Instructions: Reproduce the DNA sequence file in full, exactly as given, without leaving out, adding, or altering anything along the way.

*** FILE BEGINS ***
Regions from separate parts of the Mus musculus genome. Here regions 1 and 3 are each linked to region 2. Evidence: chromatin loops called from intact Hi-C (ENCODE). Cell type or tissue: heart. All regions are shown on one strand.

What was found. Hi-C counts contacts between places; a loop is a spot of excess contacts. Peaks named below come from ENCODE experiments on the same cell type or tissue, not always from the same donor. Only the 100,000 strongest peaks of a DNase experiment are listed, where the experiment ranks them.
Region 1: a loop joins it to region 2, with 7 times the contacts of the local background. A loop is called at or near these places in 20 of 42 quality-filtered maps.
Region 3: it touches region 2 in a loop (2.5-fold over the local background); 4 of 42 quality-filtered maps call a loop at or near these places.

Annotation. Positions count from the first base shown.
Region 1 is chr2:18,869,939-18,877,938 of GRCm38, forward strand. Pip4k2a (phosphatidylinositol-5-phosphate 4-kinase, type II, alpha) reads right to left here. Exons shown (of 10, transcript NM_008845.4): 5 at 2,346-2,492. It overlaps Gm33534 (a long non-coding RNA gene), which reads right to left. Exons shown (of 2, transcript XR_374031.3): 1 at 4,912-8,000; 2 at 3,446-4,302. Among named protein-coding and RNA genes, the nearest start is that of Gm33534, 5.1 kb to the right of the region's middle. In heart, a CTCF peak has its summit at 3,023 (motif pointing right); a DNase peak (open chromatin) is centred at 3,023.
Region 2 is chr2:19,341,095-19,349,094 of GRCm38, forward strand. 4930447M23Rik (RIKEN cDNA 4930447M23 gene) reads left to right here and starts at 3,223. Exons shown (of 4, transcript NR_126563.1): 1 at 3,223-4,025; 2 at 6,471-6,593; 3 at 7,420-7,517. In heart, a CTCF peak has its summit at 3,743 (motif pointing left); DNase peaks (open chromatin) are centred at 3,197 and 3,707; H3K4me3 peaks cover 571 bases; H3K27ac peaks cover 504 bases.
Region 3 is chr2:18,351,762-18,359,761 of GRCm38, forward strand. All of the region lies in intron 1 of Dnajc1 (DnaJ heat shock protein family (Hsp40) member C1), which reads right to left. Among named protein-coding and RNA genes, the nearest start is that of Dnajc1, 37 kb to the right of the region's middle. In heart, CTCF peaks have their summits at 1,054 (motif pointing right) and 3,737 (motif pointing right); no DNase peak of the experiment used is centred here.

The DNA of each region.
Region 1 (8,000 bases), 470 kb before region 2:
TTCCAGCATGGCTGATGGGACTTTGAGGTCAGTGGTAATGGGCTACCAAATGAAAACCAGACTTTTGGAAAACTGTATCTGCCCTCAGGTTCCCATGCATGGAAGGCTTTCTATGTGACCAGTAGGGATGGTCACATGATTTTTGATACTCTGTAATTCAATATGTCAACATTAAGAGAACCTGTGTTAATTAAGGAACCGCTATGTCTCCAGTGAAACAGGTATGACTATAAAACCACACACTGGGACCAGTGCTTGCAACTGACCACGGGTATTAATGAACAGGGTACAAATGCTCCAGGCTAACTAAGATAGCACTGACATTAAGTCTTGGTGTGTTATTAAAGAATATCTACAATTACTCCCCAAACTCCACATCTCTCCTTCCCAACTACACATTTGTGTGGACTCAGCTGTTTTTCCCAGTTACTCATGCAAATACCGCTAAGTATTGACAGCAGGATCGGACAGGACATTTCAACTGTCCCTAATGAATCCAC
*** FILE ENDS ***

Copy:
Regions from separate parts of the Mus musculus genome. Here regions 1 and 3 are each linked to region 2. Evidence: chromatin loops called from intact Hi-C (ENCODE). Cell type or tissue: heart. All regions are shown on one strand.

What was found. Hi-C counts contacts between places; a loop is a spot of excess contacts. Peaks named below come from ENCODE experiments on the same cell type or tissue, not always from the same donor. Only the 100,000 strongest peaks of a DNase experiment are listed, where the experiment ranks them.
Region 1: a loop joins it to region 2, with 7 times the contacts of the local background. A loop is called at or near these places in 20 of 42 quality-filtered maps.
Region 3: it touches region 2 in a loop (2.5-fold over the local background); 4 of 42 quality-filtered maps call a loop at or near these places.

Annotation. Positions count from the first base shown.
Region 1 is chr2:18,869,939-18,877,938 of GRCm38, forward strand. Pip4k2a (phosphatidylinositol-5-phosphate 4-kinase, type II, alpha) reads right to left here. Exons shown (of 10, transcript NM_008845.4): 5 at 2,346-2,492. It overlaps Gm33534 (a long non-coding RNA gene), which reads right to left. Exons shown (of 2, transcript XR_374031.3): 1 at 4,912-8,000; 2 at 3,446-4,302. Among named protein-coding and RNA genes, the nearest start is that of Gm33534, 5.1 kb to the right of the region's middle. In heart, a CTCF peak has its summit at 3,023 (motif pointing right); a DNase peak (open chromatin) is centred at 3,023.
Region 2 is chr2:19,341,095-19,349,094 of GRCm38, forward strand. 4930447M23Rik (RIKEN cDNA 4930447M23 gene) reads left to right here and starts at 3,223. Exons shown (of 4, transcript NR_126563.1): 1 at 3,223-4,025; 2 at 6,471-6,593; 3 at 7,420-7,517. In heart, a CTCF peak has its summit at 3,743 (motif pointing left); DNase peaks (open chromatin) are centred at 3,197 and 3,707; H3K4me3 peaks cover 571 bases; H3K27ac peaks cover 504 bases.
Region 3 is chr2:18,351,762-18,359,761 of GRCm38, forward strand. All of the region lies in intron 1 of Dnajc1 (DnaJ heat shock protein family (Hsp40) member C1), which reads right to left. Among named protein-coding and RNA genes, the nearest start is that of Dnajc1, 37 kb to the right of the region's middle. In heart, CTCF peaks have their summits at 1,054 (motif pointing right) and 3,737 (motif pointing right); no DNase peak of the experiment used is centred here.

The DNA of each region.
Region 1 (8,000 bases), 470 kb before region 2:
TTCCAGCATGGCTGATGGGACTTTGAGGTCAGTGGTAATGGGCTACCAAATGAAAACCAGACTTTTGGAAAACTGTATCTGCCCTCAGGTTCCCATGCATGGAAGGCTTTCTATGTGACCAGTAGGGATGGTCACATGATTTTTGATACTCTGTAATTCAATATGTCAACATTAAGAGAACCTGTGTTAATTAAGGAACCGCTATGTCTCCAGTGAAACAGGTATGACTATAAAACCACACACTGGGACCAGTGCTTGCAACTGACCACGGGTATTAATGAACAGGGTACAAATGCTCCAGGCTAACTAAGATAGCACTGACATTAAGTCTTGGTGTGTTATTAAAGAATATCTACAATTACTCCCCAAACTCCACATCTCTCCTTCCCAACTACACATTTGTGTGGACTCAGCTGTTTTTCCCAGTTACTCATGCAAATACCGCTAAGTATTGACAGCAGGATCGGACAGGACATTTCAACTGTCCCTAATGAATCCAC